Originally created 12/30/04

Music has been bond for couple

LaRue Mangelly has spent more than 50 years as an entertainer and teacher.

Lately, the accordion teacher at Mangelly Accordion and Dance School on Peach Orchard Road has been reminiscing about the more than 1,000 students she has taught during her long marriage to Tom Mangelly.

The couple celebrated their 60th anniversary Friday.

"Since we got married, there was never anything that was hers, never anything that was mine; it was ours," said Mr. Mangelly, 86, explaining what kept the couple together so long. Mrs. Mangelly, who is "a few years younger" than her husband, thinks the secret to their longevity was staying busy.

"We've had a full and happy life here and hope to have many more years that way," she said.

The Mangellys moved to Augusta in 1952 when Mr. Mangelly was stationed at Camp Gordon, now Fort Gordon. When Mr. Mangelly was sent to Korea later that year, Mrs. Mangelly opened the studio where she began teaching accordion and piano lessons, alog with tap and ballet classes.

"We called it elementary gymnastic acrobatics in those days," the Kansas City, Mo., native said.

"At every place we went I established a school. I have had one in Panama, in Germany and several in the U.S. I couldn't speak German or Spanish, but we could get the music going," she said. "You make the best of wherever you are, go with the flow. Don't fight it; add your 2 cents to make it better."

Mr. Mangelly describes his wife as one who "grew up in the Shirley Temple time when a lot of mothers were grooming their daughters to be Shirley Temple." Mrs. Mangelly began playing the saxophone at 6 - unheard of for a woman, especially a little girl back then, she said. She started playing the accordion at 10 and later, the piano.

To help finance her education at Font Bonne College, a branch of the University of St. Louis where she majored in dietetics, Mrs. Mangelly "took an entertainer's contract" during the summer, serving as an understudy for musical theatre star Mary Martin, she said. With the contract, Mrs. Mangelly said, she traveled around the nation and the world as a singer, dancer, comedian and accordionist, once playing with Louis Armstrong. Of all her instruments, the accordion is her favorite.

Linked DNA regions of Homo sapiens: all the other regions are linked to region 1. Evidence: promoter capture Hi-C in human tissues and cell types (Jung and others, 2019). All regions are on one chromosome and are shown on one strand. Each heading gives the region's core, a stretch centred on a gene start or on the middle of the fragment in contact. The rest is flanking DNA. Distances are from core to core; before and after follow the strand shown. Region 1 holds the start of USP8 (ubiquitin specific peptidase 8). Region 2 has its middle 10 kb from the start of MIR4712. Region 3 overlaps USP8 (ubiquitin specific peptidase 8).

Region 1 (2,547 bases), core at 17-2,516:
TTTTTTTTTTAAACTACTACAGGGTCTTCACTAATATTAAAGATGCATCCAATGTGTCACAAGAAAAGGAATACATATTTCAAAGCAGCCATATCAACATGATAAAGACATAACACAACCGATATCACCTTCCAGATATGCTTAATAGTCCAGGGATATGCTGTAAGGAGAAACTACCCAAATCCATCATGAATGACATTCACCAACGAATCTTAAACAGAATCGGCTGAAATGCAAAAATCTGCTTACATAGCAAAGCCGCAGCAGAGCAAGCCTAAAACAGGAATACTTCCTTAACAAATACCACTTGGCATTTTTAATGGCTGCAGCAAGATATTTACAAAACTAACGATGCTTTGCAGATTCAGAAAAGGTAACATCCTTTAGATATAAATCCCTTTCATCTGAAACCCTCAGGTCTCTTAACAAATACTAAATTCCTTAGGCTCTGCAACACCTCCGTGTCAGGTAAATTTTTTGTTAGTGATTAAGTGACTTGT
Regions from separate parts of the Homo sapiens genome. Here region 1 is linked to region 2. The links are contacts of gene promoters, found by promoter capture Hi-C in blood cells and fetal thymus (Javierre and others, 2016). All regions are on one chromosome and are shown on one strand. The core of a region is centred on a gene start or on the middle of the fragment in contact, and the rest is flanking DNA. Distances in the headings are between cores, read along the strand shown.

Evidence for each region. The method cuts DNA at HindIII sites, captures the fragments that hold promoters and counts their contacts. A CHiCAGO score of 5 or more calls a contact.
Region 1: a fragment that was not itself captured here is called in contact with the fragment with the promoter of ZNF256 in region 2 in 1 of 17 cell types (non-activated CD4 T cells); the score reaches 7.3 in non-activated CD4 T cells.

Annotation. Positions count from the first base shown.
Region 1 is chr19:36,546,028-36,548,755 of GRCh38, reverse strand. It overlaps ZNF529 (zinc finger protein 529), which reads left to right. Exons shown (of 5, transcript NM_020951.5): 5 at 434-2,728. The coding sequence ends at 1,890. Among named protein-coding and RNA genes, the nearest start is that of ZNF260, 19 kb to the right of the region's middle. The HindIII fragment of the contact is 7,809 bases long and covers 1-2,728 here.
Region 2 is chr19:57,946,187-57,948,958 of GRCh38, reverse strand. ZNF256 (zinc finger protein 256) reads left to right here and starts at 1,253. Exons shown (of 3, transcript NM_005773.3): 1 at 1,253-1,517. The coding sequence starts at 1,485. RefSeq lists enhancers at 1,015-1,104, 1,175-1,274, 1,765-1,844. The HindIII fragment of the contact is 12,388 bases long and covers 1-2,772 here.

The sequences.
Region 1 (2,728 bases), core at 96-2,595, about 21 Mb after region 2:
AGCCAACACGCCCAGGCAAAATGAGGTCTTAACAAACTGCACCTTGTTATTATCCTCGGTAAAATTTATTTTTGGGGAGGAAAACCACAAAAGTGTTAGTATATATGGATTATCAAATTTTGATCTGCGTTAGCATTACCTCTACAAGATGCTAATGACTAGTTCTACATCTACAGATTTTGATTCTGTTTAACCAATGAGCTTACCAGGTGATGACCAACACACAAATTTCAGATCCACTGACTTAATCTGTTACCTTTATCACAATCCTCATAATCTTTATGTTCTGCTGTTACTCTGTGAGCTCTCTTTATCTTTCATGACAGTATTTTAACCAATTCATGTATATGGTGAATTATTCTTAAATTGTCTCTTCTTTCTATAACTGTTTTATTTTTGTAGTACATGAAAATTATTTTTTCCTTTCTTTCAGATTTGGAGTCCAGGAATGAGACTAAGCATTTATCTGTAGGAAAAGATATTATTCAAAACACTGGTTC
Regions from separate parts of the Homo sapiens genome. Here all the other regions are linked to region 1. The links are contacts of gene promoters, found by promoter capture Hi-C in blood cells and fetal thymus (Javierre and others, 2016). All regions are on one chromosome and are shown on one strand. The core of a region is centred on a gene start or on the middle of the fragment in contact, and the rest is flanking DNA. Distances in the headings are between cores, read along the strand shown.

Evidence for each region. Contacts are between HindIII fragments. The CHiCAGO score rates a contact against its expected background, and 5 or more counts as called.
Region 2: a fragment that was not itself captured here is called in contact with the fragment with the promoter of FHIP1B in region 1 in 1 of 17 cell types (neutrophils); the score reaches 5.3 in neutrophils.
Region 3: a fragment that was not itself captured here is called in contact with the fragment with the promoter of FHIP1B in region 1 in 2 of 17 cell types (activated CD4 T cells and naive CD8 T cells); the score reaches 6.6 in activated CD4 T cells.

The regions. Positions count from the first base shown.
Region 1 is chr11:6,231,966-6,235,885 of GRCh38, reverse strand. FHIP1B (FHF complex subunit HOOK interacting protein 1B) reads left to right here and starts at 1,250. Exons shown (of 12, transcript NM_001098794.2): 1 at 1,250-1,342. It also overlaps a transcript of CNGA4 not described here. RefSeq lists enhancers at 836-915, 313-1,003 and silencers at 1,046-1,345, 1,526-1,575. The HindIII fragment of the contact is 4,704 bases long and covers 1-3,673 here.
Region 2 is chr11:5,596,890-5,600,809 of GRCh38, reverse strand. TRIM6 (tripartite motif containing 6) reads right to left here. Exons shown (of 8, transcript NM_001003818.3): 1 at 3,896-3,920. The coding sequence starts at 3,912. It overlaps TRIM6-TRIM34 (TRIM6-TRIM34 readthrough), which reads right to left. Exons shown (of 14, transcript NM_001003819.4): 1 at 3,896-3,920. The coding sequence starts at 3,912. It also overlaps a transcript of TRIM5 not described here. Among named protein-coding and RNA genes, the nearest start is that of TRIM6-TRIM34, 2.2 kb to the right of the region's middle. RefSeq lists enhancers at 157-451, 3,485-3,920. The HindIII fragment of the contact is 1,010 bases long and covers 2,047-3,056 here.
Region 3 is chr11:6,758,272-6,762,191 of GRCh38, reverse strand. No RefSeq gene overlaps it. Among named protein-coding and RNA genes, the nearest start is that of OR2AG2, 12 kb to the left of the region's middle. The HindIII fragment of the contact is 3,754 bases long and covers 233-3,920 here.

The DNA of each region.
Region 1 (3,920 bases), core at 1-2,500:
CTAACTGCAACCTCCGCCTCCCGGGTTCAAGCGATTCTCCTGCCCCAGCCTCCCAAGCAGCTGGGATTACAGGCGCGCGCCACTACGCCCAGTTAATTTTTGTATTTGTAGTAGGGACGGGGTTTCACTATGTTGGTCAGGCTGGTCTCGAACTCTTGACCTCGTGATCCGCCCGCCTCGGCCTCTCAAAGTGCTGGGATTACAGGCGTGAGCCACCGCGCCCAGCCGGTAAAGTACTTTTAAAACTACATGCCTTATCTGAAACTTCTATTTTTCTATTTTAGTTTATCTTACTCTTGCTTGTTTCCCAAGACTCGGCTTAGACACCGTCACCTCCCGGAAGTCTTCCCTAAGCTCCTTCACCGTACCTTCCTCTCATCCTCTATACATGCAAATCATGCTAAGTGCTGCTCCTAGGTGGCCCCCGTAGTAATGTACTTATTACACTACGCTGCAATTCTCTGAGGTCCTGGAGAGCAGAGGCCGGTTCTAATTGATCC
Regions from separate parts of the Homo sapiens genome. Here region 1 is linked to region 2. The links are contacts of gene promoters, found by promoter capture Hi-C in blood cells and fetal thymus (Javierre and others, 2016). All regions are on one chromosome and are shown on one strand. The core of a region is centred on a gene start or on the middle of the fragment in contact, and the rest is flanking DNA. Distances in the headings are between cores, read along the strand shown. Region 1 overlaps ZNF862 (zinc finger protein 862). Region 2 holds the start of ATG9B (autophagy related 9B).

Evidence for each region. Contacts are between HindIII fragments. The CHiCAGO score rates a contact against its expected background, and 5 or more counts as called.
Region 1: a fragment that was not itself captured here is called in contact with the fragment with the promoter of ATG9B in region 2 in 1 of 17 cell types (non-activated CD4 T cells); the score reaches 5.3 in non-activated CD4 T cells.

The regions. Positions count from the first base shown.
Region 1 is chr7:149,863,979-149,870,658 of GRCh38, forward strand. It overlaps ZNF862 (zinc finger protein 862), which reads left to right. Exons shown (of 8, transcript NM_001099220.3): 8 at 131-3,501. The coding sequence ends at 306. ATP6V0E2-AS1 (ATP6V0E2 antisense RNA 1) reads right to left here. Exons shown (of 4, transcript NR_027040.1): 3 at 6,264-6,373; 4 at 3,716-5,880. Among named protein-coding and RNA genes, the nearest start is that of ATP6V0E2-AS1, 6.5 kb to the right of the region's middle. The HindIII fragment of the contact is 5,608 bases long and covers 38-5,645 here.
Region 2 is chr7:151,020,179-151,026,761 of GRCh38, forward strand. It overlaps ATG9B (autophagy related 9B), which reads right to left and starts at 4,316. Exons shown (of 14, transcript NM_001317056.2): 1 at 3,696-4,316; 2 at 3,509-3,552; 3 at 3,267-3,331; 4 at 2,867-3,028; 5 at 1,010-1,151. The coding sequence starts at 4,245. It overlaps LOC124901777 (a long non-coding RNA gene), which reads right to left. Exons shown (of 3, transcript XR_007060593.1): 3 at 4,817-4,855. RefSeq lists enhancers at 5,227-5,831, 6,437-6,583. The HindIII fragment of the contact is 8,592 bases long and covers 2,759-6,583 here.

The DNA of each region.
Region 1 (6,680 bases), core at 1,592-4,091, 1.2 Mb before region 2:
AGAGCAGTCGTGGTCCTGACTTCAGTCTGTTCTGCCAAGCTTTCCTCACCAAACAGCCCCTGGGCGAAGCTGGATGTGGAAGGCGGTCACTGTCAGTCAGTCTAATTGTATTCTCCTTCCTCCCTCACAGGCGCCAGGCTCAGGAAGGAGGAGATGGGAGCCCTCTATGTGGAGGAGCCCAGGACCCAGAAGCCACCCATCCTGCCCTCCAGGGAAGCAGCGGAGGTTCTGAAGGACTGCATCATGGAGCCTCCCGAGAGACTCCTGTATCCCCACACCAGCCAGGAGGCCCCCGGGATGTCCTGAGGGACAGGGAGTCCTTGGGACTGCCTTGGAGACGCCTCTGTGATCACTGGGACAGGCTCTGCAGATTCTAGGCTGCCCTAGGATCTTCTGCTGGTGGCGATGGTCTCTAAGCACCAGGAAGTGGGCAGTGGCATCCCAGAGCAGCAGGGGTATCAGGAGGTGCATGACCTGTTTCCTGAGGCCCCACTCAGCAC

"You can't take a piano on your back; you can take an accordion everywhere," she said.

While traveling to shows for different military units in 1941, she did a performance in the Republic of Panama, where Mr. Mangelly - a Natick, Mass., native, was taken by her show.

"Remember, at that time, households didn't have TVs and radios; you entertained yourself," Mr. Mangelly said while showing a picture in his wallet of his young, blond wife before they married. "This is what she looked like. Can you blame me?"

Mr. Mangelly said he proposed the next year.

"Every chance I had to come to the U.S., I would run to Kansas City to see her," Mr. Mangelly said.

However, with limited brief visits to the States preventing a wedding, the two "carried on a correspondent romance for roughly three years," Mr. Mangelly said.

Tired of waiting, he decided to make his fiancee his bride on Christmas Eve 1944.

"It was the only time I could get a leave. I got three days off," he said of the 72 hours during which his family planned and arranged a full wedding with more than 100 guests.

"After all, I was a G.I. - and a G.I. was something in those days," Mr. Mangelly said. "This is how two people 1,500 miles apart met, fell in love and got married."

Feeling that their meeting place was romantic, the couple asked to be stationed in Panama again with hopes of having their first child there.

"And so we did. We planned it right out," Mrs. Mangelly said of her son, Christopher, a computer specialist at Augusta Technical College.

Their daughter Christine Meimarides, who has a law degree, once entertained on cruise ships and now teaches belly dancing at the Mangelly dance school.

During the summers in the late 1950s and early 1960s, the dance and music studio and part of their home were converted into dorms for Accordion Music Summer Camp, Mrs. Mangelly said. She gave lessons to 100 students who came from Florida, Tennessee, Alabama and other states along with their teachers, whom Mrs. Mangelly also gave "instructions in how to get it right," she said.

Mr. Mangelly retired from military in 1960 and became a jack-of-all-trades, he said, and sometimes gave guitar lessons, which he said he learned to play by ear.

"I'm a janitor, carpenter, electrician and assistant musician," he said.

"He is one of the best accordion repairmen, repairs wonderfully. We still repair accordions," Mrs. Mangelly said.

She gave up the dance portion of teaching 10 years ago but still gives one-on-one accordion and piano lessons Monday-Thursday.

"We marched over 10 years down Broad Street in the parade, with dancers up front and accordion players following," she said.

"It's been so gratifying. And when people would bring their children, I would feel joy. Now they bring their grandchildren - that makes you feel like you've done something good for the community, but, my it makes you feel old!"

Mrs. Mangelly said she is not sure when she'll stop teaching.

"I don't know. I guess when nobody wants me anymore," she said.

Mr. Mangelly had a different answer.

"When she starts pushing up daisies," he said.

Reach C. Samantha McKevie at (706) 823-3552 or samantha.mckevie@augustachronicle.com.


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